Pubdate: Thu, 23 Aug 2012
Source: Sentinel-Record, The (AR)
Copyright: 2012 Associated Press
Author: Andrew Demillo


LITTLE ROCK - Election officials on Wednesday approved placing a 
proposal to legalize medical marijuana on the November ballot, as 
supporters aimed to make Arkansas the first southern state to approve 
the drug for some conditions.

The secretary of state's office said Arkansans for Compassionate Care 
turned in enough signatures to qualify the proposed initiated act for 
the November ballot. The proposal needed at least 62,507 signatures 
from registered voters to qualify. The secretary of state's office 
said it had verified more than 69,000 signatures from the group.

The group fell short in the number of signatures needed last month, 
but it was given additional time to circulate petitions.

Seventeen states and the District of Columbia have legalized medical 
marijuana in some form, and backers said they hoped to make Arkansas 
the first southern state to approve the use of the drug for some 
medical conditions.

"I don't think Arkansans are any different from those other states," 
said Ryan Denham, the group's campaign director. "This campaign comes 
down to compassion. It's about never letting someone choose between 
suffering and breaking the law again. We're building up some momentum."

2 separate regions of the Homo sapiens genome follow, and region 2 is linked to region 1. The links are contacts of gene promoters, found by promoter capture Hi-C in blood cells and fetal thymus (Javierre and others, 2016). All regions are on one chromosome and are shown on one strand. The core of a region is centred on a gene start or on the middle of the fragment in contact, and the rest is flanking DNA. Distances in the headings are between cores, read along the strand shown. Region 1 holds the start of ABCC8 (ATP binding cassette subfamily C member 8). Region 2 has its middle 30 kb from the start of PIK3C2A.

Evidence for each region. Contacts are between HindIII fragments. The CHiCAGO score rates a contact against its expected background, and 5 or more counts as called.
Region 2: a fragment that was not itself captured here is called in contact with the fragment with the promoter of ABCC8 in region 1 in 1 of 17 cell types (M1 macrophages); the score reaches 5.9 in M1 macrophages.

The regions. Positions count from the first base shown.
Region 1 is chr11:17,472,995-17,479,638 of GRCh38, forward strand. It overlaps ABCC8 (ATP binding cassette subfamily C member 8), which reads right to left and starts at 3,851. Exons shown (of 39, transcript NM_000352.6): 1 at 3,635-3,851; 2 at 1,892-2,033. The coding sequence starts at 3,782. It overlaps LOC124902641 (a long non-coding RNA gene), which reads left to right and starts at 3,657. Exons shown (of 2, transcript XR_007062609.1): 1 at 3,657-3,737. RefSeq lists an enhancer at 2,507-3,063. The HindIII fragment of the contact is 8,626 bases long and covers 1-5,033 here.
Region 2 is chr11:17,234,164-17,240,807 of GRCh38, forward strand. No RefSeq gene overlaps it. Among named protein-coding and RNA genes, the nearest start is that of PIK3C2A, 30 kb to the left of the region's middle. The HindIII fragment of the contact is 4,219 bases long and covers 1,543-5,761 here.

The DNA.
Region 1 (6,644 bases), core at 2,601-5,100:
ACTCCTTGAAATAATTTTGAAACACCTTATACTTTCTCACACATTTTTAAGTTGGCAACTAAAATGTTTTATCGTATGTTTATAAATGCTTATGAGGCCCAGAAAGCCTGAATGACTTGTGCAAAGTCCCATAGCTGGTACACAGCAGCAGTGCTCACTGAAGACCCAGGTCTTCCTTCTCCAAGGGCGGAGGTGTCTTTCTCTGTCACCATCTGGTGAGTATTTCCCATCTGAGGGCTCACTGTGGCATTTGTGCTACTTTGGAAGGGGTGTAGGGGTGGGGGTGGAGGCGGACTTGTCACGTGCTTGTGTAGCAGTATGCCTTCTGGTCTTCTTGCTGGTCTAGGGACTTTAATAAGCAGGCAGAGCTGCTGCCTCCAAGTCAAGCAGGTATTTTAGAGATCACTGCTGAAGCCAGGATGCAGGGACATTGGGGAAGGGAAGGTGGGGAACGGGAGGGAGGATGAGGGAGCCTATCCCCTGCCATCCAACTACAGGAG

The proposal would allow Arkansans with qualifying conditions to 
purchase marijuana from nonprofit dispensaries with a doctor's 
recommendation. Qualifying conditions include cancer, glaucoma, HIV, 
AIDS and Alzheimer's disease. The proposal also would allow 
qualifying patients or a designated caregiver to grow marijuana if 
the patient lives more than five miles away from a dispensary.

The proposal acknowledges that marijuana is illegal under federal law.

No group has organized yet to campaign against the measure, but many 
of the state's top elected officials have said they're opposed to 
legalizing marijuana. The Arkansas Family Council, a conservative 
group, immediately said it was considering challenging the legality 
of the measure in court.

"Putting Arkansas in the middle of all of this just doesn't make 
sense. Why would we want to pass a law that blatantly violates 
federal law?" Jerry Cox, the council's president, said in a statement 
released by his group. "Why would we invite that kind of turmoil to Arkansas?"

Medical marijuana advocates said placing the measure on the ballot in 
a southern state like Arkansas could expand support for the issue 
beyond traditional areas that have backed legalization efforts.

"Arkansas would absolutely stand out as a state that would help fill 
in this map," said Allen St. Pierre, executive director of the 
National Organization for the Reform of Marijuana Laws.
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MAP posted-by: Jay Bergstrom